We went out to dinner recently, just the four of us. My husband sat with our 6-year-old. They had a wonderful time talking, playing games and coloring the kids menu. I sat with our 2-year-old. I spent my time cutting up food, asking her repeatedly to just sit still, and attempting to figure out why she had taken her shoes off. I found myself looking ahead eagerly to the day when both kids were easy – wishing away ages 2 and 3!
But later that night I was able to cuddle with my sweet daughter and I found myself clinging desperately to this innocent age. My six-year-old will still cuddle and hug – thank goodness. But when we cuddle, he doesn’t quite fit the same. He’s too tall, too big; he doesn’t fit in my lap! The phase of life when I can cuddle with my son is quickly coming to an end.
As our youngest goes through different stages of her young life, we have been able to get rid of the baby stuff! We disposed of the crib, the high chair is gone, 99% of the toys she played with as a baby are gone, every piece of infant clothing has been donated. As someone who likes to be organized and uncluttered, this brings me great joy!! But with it comes sadness for the passing of time that seems to be moving far too quickly.
We recently gave away the rocking glider that has been in the nursery since the moment we even began to consider getting pregnant the first time; some 7 or so years ago. This was surprisingly hard for me. Why? It is just a chair! But to think of the hours of time I spent in that chair, often in the quiet darkness, rocking slowly and humming softly to my tiny baby that would not go to sleep. The removal of that chair is a reminder of how that phase of life is too quickly becoming a distant memory.
Though I am often quick to wish away a stage of life, I will also find myself looking into the past with sadness, disappointed that a phase of my life is over.
The passage of time is so difficult to understand and appreciate. We will try to wish it away, or wish it would stand still, or wish for times that have passed. But the one truth is that time will move forward. With each tick-tock of that clock, a moment goes by. Life is fast, and so very unpredictable.
“Show me, Lord, my life’s end and the number of my days; let me know how fleeting my life is. You have made my days a mere handbreadth; the span of my years is as nothing before you. Everyone is but a breath, even those who seem secure. Surely everyone goes around like a mere phantom; in vain they rush about, heaping up wealth without knowing whose it will finally be. But now, Lord, what do I look for? My hope is in you.” Psalm 39:4-7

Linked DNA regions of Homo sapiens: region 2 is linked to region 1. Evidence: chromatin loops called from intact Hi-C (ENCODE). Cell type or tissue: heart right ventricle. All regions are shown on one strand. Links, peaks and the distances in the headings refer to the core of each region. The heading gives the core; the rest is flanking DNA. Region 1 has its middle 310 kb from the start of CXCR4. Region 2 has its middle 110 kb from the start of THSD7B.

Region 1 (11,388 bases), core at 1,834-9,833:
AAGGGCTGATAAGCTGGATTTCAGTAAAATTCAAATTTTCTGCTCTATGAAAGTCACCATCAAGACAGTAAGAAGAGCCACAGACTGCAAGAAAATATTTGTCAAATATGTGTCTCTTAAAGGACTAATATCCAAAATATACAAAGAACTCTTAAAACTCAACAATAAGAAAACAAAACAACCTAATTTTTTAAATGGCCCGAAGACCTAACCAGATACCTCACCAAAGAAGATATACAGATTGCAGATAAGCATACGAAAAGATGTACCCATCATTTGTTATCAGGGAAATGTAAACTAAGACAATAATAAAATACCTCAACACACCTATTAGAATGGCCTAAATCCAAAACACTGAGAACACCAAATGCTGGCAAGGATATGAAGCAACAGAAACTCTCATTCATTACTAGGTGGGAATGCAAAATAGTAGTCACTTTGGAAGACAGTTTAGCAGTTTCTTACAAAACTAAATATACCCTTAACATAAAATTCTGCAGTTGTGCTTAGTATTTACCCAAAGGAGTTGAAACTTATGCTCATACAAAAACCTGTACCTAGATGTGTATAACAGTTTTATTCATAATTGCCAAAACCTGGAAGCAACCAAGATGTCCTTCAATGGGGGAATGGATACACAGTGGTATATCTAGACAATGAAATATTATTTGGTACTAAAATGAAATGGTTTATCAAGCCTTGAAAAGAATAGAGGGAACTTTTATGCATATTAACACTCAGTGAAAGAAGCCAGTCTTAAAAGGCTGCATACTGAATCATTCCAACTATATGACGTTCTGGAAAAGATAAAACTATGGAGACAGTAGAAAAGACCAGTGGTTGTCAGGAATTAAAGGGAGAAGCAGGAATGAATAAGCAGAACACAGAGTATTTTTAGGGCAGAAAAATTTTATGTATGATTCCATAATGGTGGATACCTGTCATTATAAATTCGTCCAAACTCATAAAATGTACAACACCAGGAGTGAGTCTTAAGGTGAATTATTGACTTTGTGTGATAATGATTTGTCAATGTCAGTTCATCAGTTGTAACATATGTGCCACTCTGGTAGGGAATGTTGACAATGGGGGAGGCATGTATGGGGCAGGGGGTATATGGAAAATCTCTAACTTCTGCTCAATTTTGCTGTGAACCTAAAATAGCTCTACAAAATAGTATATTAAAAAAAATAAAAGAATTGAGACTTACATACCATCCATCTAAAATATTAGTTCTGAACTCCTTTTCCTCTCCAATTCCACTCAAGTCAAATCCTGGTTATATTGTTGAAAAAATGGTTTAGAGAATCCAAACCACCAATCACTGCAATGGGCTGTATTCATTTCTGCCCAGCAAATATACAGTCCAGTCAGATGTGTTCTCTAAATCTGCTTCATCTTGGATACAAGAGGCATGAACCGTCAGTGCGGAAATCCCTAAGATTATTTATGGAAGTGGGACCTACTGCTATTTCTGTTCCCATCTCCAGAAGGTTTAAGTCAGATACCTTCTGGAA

Even thousands of years ago, the psalmist struggled with the passage of time. (I had to google the word handbreadth, by the way. It is a unit of measure – simply enough, the width of a hand.)
We can’t control time. Better said, we can’t control the fact that our human life will move forward through the movement of a clock, and for each of us this clock will stop. What follows is an eternity of existence which is beyond our earthly understanding. We CAN, however, control how we live this time we have.
I’ve been listening to a lot of music by For King & Country lately. Their song ‘Fix my Eyes’ applies perfectly:
“The things of earth are dimming; In the light of Your glory and grace.
I’ll set my sights upon Heaven. I’m fixing my eyes on You.”
We will get older. Our family will continue to clear out the “stuff” as each phase of life passes. We can spend a lot of time dwelling on the past, or wishing for the future. Or, we can live in the moment. For each fleeting moment is an opportunity to use our short time on earth for God’s glory.